Take a look at the beta version of dw.com. We're not done yet! Your opinion can help us make it better.
Europol has said the data leaks have helped the law enforcement agency gather intelligence and aid its efforts in tackling financial crimes. It comes three months after the Pandora Papers were released.
The European Union's law enforcement agency Europol has said it is using the Pandora Papers, which had examined millions of leaked documents on how world leaders and celebrities use tax havens, to spot leads on organized crime investigations.
The statement, made in an interview for the Belgium weekly magazine Knack, came three months after the data leaks revealed the secret offshore accounts of 35 current and former world leaders, as well as more than 330 politicians and public officials around the world.
The investigation was carried out by the International Consortium of Investigative Journalists (ICIJ) and a team of 150 news outlets — including DW's Turkish service.
It exposed powerful global players who were affiliated with companies that use offshore tax havens, including Jordan's King Abdullah II, former Czech Prime Minister Andrej Babis, former UK Prime Minister Tony Blair as well as the leaders of Ukraine, Chile, and Kenya, among others.
Europol Executive Director Catherine De Bolle said that the Pandora Papers leak was a source to update and feed their intelligence in fighting against organized crime. However, the agency was "not looking at the Pandora Papers from a tax point of view, but from the point of view of the fight against serious and organized crime," said De Bolle in an interview conducted by ICIJ member Kristof Clerix, for Knack.
A Europol report issued Wednesday and seen by DW warned that the scale of money laundering impacting the European Union has been "underestimated."
However, the EU's law enforcement agency is "not looking at the Pandora Papers from a tax point of view, but from the point of view of the fight against serious and organized crime," said De Bolle in the interview with Knack, which had also worked on the ICIJ investigation.
Tax avoidance is legal in many countries, but money laundering is not. The Europol report shows that more than 80% of the criminal networks active in the EU use "legal business structures" for their illegal activities.
"In two out of three cases, money laundering occurs quite simply, through direct investment in the legal economy. Think of hotels, restaurants, real estate, gold, luxury goods, or art. But one in three money-laundering operations are complex. That's where we see these offshore locations popping up. For this purpose, criminal organizations hire money laundering experts who offer their services," De Bolle said.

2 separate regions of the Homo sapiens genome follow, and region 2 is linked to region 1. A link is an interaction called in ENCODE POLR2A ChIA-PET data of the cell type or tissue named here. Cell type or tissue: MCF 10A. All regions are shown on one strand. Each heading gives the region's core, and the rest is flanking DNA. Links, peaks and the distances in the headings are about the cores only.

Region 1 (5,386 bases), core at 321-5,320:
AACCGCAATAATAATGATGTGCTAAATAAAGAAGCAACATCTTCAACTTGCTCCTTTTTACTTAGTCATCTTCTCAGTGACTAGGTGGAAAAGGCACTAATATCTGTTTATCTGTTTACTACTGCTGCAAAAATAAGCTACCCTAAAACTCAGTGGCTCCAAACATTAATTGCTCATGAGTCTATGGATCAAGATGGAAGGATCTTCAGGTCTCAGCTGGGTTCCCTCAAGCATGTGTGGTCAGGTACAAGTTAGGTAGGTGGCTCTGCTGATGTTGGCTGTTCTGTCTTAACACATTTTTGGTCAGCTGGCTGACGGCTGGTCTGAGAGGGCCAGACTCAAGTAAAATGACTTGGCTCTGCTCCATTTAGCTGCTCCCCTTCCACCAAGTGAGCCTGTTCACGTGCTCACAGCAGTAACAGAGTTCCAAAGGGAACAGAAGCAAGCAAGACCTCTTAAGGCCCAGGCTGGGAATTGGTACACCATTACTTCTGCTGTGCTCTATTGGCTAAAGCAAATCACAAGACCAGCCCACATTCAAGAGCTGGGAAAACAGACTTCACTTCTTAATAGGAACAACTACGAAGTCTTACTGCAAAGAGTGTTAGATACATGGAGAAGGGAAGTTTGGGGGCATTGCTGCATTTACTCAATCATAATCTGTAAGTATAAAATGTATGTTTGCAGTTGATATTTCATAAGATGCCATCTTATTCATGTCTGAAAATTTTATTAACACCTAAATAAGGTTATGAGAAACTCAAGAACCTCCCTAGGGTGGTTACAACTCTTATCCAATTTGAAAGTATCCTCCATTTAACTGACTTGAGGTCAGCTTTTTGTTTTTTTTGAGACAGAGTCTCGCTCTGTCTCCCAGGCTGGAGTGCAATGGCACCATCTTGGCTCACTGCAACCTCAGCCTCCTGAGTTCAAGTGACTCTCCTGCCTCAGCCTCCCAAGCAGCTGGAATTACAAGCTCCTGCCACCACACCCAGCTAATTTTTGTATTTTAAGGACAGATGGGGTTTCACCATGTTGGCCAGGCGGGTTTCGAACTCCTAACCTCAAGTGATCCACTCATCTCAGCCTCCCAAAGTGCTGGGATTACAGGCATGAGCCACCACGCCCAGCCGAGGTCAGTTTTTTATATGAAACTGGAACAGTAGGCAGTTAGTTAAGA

Billionaire Andrej Babis was prime minister of the Czech Republic when the Pandora Papers, linking him to offshore accounts, were released
10% of global GDP held in offshore accounts
A report from 2016 estimates that the total amount of wealth held offshore globally is €7.5 trillion ($6.6 trillion), representing over 10% of global GDP. The European share of that is €1.5 trillion, while the evaded tax is estimated to be €46 billion in the EU.
According to experts, the offshore system makes the nations poorer, as it's often people with higher incomes who use this system to evade taxes.
For example, tax revenue that could be used to increase the quality of public healthcare or education is lost to offshore accounts.
Europol puts a particular emphasis on the offshore companies' links to corruption worldwide. The offshore companies obscure the source and the ownership of funds, allowing corruption to go untraced and unchecked.
"This is particularly worrying as the Pandora Papers reveal that many of those hiding assets in offshore locations are political decision-makers," said Europol's report.
When asked about what has Europol done with data leaks and investigations in recent years, De Bolle explained how Europol works: "We only intervene when at least two member states are involved and when a member state requests our help. So far, we haven't received any questions from member states about the Pandora Papers."
But De Bolle insists this approach is standard because "financial investigations into organized crime are usually very complex and can take years."
The Europol chief referenced how the Panama Papers leaks aided the agency after the investigation was published in 2016.
"Based on that data, we found links to more than 20 EU member states and several Europol partner countries," she said.
After the 2016 Panama Papers were published, more than 150 investigations were launched in 70 countries.
Edited by: Stephanie Burnett